A Reexamination of The Customer Buying Cycle in the Omni-Channel World
Over the course of the last several years, one of the most-discussed topics in the economic world has been that of the “Retail Apocalypse.”
The theory goes that the Amazon Effect has diluted brick-and-mortar retail sales to the point where many retailers cannot maintain solvency. This has been attributed, in large part, to the decline in retail traffic. In truth, traffic has shifted from brick-and-mortar to online. However, the retailers that are being most damaged by this trend are those that see the two (online and physical businesses) as separate and competing entities. It is necessary to re-consider some of the assumptions about the nature of traffic to adapt to this new reality.
Consumer demand is healthy…
Even after adjusting for price inflation retail demand has increased steadily since the economic downturn of 2008. Consumer spending habits are diminishing, as shown if Figure 1. This means that if brick-and-mortar retailers are doomed the spending must be shifting away from stores and into the cloud.
Figure 1 -Retail Trade Spending, Source: United States Census Bureau
It is true that e-commerce as a percentage of total retail spending is increasing. E-commerce as a percentage of retail spending has increase from less than 4% in 2008 to over 9 percent in 2018, as shown in Figure 2. Expert projections have this increasing to as high as 17.5% by 2020.
The rise of the importance of e-commerce is undeniable…
Figure 2 – E-Commerce Penetration, Source: United States Census Bureau
However, this is tantamount to arguing that because the rich are getting richer that the poor are worse off. Even after adjusting for inflation and removing all e-commerce sales (which includes Amazon), from 2009 through 2017 brick-and-mortar sales have increased at a 2% compound annual growth rate, as shown in Figure 3. (This trend held true again in Q1 of 2018.)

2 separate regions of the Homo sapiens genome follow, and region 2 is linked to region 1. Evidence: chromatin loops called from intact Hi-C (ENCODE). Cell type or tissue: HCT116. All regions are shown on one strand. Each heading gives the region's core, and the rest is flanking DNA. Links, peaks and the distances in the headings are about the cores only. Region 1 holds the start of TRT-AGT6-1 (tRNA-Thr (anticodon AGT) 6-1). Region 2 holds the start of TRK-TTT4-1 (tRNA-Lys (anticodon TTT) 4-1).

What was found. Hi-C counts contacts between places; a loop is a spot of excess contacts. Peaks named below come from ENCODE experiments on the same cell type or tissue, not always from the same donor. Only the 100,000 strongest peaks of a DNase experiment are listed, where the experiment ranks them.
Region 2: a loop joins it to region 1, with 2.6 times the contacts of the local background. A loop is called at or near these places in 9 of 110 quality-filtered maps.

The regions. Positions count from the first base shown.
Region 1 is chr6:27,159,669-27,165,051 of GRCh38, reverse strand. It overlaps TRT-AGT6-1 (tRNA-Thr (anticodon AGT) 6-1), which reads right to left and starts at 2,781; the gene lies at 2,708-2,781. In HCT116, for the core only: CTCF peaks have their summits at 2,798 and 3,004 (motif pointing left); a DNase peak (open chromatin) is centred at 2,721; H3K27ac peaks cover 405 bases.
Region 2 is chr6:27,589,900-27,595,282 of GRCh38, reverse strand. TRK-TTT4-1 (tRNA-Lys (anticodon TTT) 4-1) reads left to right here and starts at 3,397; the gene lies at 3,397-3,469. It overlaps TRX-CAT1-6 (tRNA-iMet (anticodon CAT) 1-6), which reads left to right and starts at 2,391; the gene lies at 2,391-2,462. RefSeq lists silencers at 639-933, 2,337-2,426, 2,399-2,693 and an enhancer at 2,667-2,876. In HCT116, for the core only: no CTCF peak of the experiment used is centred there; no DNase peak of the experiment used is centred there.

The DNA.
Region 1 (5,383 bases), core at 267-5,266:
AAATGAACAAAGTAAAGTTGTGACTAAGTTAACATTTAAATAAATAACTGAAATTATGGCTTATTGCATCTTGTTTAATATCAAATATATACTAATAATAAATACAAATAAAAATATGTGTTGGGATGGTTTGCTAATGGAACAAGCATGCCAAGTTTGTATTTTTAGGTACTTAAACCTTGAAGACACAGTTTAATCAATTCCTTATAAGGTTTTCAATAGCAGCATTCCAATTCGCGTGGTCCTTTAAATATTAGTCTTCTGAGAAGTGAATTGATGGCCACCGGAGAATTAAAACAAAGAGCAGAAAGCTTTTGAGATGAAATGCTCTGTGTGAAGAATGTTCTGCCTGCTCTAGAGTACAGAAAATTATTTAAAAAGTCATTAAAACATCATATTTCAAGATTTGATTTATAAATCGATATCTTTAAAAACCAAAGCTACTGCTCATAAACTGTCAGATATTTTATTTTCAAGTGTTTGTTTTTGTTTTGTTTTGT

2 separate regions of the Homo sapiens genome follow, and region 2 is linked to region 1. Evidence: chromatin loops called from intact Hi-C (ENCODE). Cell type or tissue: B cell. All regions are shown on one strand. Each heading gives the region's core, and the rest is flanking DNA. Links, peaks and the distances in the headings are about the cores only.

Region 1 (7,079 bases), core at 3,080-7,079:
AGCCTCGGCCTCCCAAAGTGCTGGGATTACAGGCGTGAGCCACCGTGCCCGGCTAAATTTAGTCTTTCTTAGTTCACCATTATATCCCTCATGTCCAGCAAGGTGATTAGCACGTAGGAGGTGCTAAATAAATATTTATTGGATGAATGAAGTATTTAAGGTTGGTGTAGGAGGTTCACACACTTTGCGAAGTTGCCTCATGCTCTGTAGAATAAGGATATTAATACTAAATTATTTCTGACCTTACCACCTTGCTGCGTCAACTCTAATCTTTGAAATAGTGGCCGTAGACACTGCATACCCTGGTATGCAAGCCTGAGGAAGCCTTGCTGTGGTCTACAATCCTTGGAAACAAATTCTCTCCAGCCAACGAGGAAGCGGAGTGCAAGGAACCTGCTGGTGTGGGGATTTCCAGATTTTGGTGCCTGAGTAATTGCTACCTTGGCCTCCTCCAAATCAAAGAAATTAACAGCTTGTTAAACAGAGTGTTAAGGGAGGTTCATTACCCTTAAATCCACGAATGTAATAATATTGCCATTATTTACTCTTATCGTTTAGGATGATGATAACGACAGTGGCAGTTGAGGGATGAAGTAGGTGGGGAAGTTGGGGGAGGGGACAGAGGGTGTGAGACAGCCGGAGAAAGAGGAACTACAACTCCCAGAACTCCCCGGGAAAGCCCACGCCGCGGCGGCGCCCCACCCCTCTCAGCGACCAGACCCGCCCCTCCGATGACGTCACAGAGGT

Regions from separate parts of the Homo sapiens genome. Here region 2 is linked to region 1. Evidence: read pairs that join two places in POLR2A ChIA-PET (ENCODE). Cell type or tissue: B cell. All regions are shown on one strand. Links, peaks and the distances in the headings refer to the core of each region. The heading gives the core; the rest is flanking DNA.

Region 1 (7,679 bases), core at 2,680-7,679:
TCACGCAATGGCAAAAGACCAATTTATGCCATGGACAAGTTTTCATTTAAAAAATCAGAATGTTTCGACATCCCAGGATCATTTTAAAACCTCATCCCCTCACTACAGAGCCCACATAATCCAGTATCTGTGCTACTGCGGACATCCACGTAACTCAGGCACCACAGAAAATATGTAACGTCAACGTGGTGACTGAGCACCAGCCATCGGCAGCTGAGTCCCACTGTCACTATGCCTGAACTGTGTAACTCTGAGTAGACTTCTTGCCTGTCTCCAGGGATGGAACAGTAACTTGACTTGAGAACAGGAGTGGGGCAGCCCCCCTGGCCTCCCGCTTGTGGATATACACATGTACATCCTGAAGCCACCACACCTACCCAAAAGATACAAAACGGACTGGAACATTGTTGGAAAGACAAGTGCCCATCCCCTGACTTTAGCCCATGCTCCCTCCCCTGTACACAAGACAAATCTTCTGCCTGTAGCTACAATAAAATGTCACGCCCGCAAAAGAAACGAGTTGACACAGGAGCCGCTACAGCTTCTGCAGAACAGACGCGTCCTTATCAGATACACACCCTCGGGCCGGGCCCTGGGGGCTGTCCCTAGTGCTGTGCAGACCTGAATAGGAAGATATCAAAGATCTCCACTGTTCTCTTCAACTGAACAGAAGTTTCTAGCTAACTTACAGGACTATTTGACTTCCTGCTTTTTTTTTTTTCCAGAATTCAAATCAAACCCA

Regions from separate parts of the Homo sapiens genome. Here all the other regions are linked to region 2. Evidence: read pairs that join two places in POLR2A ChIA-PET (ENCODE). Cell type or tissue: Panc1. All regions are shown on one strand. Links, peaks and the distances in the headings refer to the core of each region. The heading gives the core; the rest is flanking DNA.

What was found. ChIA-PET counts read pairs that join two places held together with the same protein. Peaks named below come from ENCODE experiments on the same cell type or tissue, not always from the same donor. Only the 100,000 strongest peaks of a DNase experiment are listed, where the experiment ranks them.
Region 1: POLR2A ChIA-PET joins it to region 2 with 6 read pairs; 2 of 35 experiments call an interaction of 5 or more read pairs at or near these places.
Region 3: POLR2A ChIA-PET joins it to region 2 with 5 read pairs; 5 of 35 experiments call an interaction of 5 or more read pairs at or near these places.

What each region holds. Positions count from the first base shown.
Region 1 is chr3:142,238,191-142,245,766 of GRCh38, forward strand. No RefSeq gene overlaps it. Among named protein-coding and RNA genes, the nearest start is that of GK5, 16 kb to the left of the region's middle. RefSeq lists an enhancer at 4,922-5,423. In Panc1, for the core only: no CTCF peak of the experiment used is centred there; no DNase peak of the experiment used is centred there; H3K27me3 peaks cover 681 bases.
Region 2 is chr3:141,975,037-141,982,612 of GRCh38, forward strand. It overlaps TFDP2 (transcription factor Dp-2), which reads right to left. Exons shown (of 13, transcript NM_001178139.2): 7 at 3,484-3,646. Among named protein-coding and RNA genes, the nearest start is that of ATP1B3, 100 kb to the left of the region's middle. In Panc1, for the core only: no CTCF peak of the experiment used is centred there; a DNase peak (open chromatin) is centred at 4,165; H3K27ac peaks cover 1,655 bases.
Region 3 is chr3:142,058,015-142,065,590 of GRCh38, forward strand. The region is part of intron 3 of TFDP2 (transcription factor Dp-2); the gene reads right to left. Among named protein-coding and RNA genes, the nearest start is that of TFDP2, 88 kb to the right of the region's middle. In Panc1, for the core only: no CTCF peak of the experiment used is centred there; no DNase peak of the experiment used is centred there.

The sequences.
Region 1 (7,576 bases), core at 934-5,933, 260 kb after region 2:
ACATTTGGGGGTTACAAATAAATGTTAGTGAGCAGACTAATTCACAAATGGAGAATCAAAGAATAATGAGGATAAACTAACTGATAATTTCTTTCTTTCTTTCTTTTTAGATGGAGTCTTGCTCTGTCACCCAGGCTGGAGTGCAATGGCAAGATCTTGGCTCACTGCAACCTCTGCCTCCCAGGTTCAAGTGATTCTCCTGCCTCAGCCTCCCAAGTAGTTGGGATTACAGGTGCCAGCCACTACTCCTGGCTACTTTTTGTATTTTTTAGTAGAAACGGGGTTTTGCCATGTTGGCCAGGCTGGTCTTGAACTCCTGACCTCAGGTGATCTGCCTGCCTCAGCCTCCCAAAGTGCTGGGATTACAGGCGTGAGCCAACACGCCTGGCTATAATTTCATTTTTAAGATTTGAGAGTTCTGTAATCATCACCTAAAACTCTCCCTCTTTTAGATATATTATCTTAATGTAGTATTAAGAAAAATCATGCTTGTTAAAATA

Figure 3 – Retail Spending Growth, Source: United States Census Bureau
If the macro argument that sales are shifting en masse to e-commerce does not hold true, then what is behind the fear of the “Retail Apocalypse”? To answer this, we must re-examine the nature of traffic in the customer journey.
The Customer Buying Cycle…
If we consider the traditional consumer buying cycle, it looks something like this.
Figure 4 – The Consumer Buying Cycle
The way that shoppers satisfied the phases of the cycle has changed over time:
- Traditional retail provided the consideration set, the research facilities and the purchase point
- As retail became more sophisticated stores took steps to make the cycle more convenient for shoppers.
- Department stores offered a “one-stop” place to consider, research and purchase goods.
- A wider breadth and depth of product was available for consideration.
- The staff were experts who helped to educate consumers.
- The product could be touched, tried on, and evaluated in real world conditions.
- Eventually malls came along to further broaden the breadth and depth of product available, and the addition of offerings that would entice more people to shop were added.
- The food court became the focal point of the social life for generations of teenagers.
- Stores began to compete for their share of the traffic and the purchase dollars of the shoppers coming to the mall.
The retail industry may have competed internally on service and quality, but the traffic became a given, and was driven predominantly by the CONVENIENCE of the having a “full” consideration set of product and service in one location.
With the advent of online shopping this dynamic has changed. The reality of the omnichannel world of today is that shoppers no longer need to leave their seats to develop a broad consideration set, research the options and make a purchase.
However, all is not lost for today’s retailers…
The need for “showrooming” can be a boon. Companies like Best Buy have realized that instead of fighting this trend, they need to embrace it. The one thing that cannot be satisfied in the virtual world is the tangible element. Shoppers still need to touch, see and feel product. This means that retailers need to accept the new reality and reconsider the role of physical stores in the eyes of the customer.
Let us consider this new world!
Next week, visit our blog for The New Reality: Part 2 – Disruption.